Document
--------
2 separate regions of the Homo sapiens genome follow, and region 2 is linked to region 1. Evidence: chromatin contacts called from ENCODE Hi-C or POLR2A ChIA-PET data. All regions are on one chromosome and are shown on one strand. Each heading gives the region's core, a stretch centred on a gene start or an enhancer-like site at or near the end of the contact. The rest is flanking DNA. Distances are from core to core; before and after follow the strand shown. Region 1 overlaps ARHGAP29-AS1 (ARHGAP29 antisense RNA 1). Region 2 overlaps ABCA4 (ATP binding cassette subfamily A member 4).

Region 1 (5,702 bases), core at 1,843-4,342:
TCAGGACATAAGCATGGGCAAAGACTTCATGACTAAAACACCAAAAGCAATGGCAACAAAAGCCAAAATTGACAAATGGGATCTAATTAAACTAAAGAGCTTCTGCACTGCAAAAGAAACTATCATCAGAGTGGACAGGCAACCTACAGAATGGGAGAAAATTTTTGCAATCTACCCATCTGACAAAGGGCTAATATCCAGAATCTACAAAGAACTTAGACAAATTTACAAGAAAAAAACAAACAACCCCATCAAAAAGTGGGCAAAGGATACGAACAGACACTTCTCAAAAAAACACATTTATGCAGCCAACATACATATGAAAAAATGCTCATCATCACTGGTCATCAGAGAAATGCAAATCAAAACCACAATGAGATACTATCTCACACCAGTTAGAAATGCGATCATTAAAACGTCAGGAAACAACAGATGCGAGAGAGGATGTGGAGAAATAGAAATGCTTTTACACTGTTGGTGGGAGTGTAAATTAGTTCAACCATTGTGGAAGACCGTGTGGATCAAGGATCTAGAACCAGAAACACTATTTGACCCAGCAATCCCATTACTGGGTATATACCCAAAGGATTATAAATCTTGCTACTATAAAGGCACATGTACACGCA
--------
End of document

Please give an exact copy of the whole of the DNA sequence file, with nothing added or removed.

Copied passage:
2 separate regions of the Homo sapiens genome follow, and region 2 is linked to region 1. Evidence: chromatin contacts called from ENCODE Hi-C or POLR2A ChIA-PET data. All regions are on one chromosome and are shown on one strand. Each heading gives the region's core, a stretch centred on a gene start or an enhancer-like site at or near the end of the contact. The rest is flanking DNA. Distances are from core to core; before and after follow the strand shown. Region 1 overlaps ARHGAP29-AS1 (ARHGAP29 antisense RNA 1). Region 2 overlaps ABCA4 (ATP binding cassette subfamily A member 4).

Region 1 (5,702 bases), core at 1,843-4,342:
TCAGGACATAAGCATGGGCAAAGACTTCATGACTAAAACACCAAAAGCAATGGCAACAAAAGCCAAAATTGACAAATGGGATCTAATTAAACTAAAGAGCTTCTGCACTGCAAAAGAAACTATCATCAGAGTGGACAGGCAACCTACAGAATGGGAGAAAATTTTTGCAATCTACCCATCTGACAAAGGGCTAATATCCAGAATCTACAAAGAACTTAGACAAATTTACAAGAAAAAAACAAACAACCCCATCAAAAAGTGGGCAAAGGATACGAACAGACACTTCTCAAAAAAACACATTTATGCAGCCAACATACATATGAAAAAATGCTCATCATCACTGGTCATCAGAGAAATGCAAATCAAAACCACAATGAGATACTATCTCACACCAGTTAGAAATGCGATCATTAAAACGTCAGGAAACAACAGATGCGAGAGAGGATGTGGAGAAATAGAAATGCTTTTACACTGTTGGTGGGAGTGTAAATTAGTTCAACCATTGTGGAAGACCGTGTGGATCAAGGATCTAGAACCAGAAACACTATTTGACCCAGCAATCCCATTACTGGGTATATACCCAAAGGATTATAAATCTTGCTACTATAAAGGCACATGTACACGCA